About the author: David Nash (October 12, 1914 — August 3, 2007) born in Haddon Heights, New Jersey; died in Coronado City, California. The Pogue Library of Murray State University, which possesses a transcript of the Nash diary, published this biographical summary:
David Nash was the Executive Officer aboard the U.S.S. Mindanao just prior to and during the Second World War. After the declaration of war, his gunboat was sent to the Philippine Islands where it performed patrols from the Island of Corregidor. On May 6, 1942, Corregidor surrendered and the next day Lt. Nash was made a prisoner. He was interned at several prison camps including those at Bilibid, Davao, Dapecol and Cabanatuan. During the final months of the war, he was removed from the Philippines to Korea and later China. He was released on August 9, 1945 at Mukden, China by Russian troops. Lt. Nash received the Navy Cross for his actions in the Philippines prior to his capture.
The Hall of Valor Project contains his Navy Cross citation. Additional information on Nash can be found in The Coronado Eagle & Journal which published this obituary:
He graduated from the US Naval Academy with the Class of 1935. During World War II he was listed as missing in action and was posthumously awarded the Navy Cross. In fact, Nash was a Japanese prisoner of war. He survived and returned home at the war’s end…
After being liberated, Nash and a friend had to fend for themselves if they wanted to get home quickly. They bribed their way onto a military flight to Guam. From there they found their way home on a ship to San Francisco.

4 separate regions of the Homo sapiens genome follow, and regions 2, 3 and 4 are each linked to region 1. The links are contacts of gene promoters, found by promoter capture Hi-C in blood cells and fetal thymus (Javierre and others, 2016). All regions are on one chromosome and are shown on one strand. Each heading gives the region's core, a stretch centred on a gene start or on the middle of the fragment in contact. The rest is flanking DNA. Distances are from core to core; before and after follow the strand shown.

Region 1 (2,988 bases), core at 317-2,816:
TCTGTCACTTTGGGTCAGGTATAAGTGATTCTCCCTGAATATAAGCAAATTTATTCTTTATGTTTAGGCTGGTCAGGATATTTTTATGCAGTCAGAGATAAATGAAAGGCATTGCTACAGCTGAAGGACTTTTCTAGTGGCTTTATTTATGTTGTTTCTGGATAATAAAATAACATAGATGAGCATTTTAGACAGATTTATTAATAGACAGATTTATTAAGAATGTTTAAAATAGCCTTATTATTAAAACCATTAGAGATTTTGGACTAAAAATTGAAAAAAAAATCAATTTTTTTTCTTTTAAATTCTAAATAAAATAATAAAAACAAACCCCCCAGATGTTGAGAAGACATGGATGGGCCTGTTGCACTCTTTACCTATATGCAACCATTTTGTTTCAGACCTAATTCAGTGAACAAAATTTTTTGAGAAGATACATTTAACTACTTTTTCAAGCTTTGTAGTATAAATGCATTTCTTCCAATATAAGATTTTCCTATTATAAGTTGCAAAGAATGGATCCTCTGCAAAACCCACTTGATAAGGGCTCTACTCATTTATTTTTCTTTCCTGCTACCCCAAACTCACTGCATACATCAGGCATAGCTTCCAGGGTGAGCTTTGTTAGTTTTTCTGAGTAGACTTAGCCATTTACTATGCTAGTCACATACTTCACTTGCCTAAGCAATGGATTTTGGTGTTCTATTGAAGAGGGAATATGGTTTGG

The Nash family moved to Coronado in 1951. He continued his career in the Navy and saw service during the Korean War. For the time he spent as a prisoner of war, Nash was awarded the Prisoner of War Medal and Purple Heart. For aiding injured shipmates aboard the Japanese prison ship, he received the Legion of Merit.
In retirement, Nash served as Vice President and Trust Officer, San Diego First National Bank and as a long-time officer with the Coronado Chamber of Commerce. He was the founding father and a much admired member of the Optimist Club of Coronado, which sponsored him for his banner on the Avenue of Heroes.
About the diary: The Coronado Eagle and Journal, in its obituary on Nash, mentioned that,
Interestingly, Nash surreptitiously kept two meticulous journals during his captivity that included detailed, hand-drawn sketches of his captors and the camps in which he was confined. It is miraculous that these diaries survived the war.
The Philippine Diary Project reproduces these two documents, available online from the US National Archives:
- File “Diary, Lt (Sr. Gr.) David Nash, 22 Sept 42 to 29 May 44, (1 of 2), Folder 5,” Naval officer at Bataan, Corregidor, and Davao, covers 1 December 1941 – 20 August 1942, file code 999-2-111
- File “Diary, Lt (Sr. Gr.) David Nash, 22 Sept 42 to 29 May 44, (2 of 2), Folder 6,” Davao POW Camp, roster of USS Mindanao and camp, covers 20 August 1942 – 29 May 1944, file code 999-2-111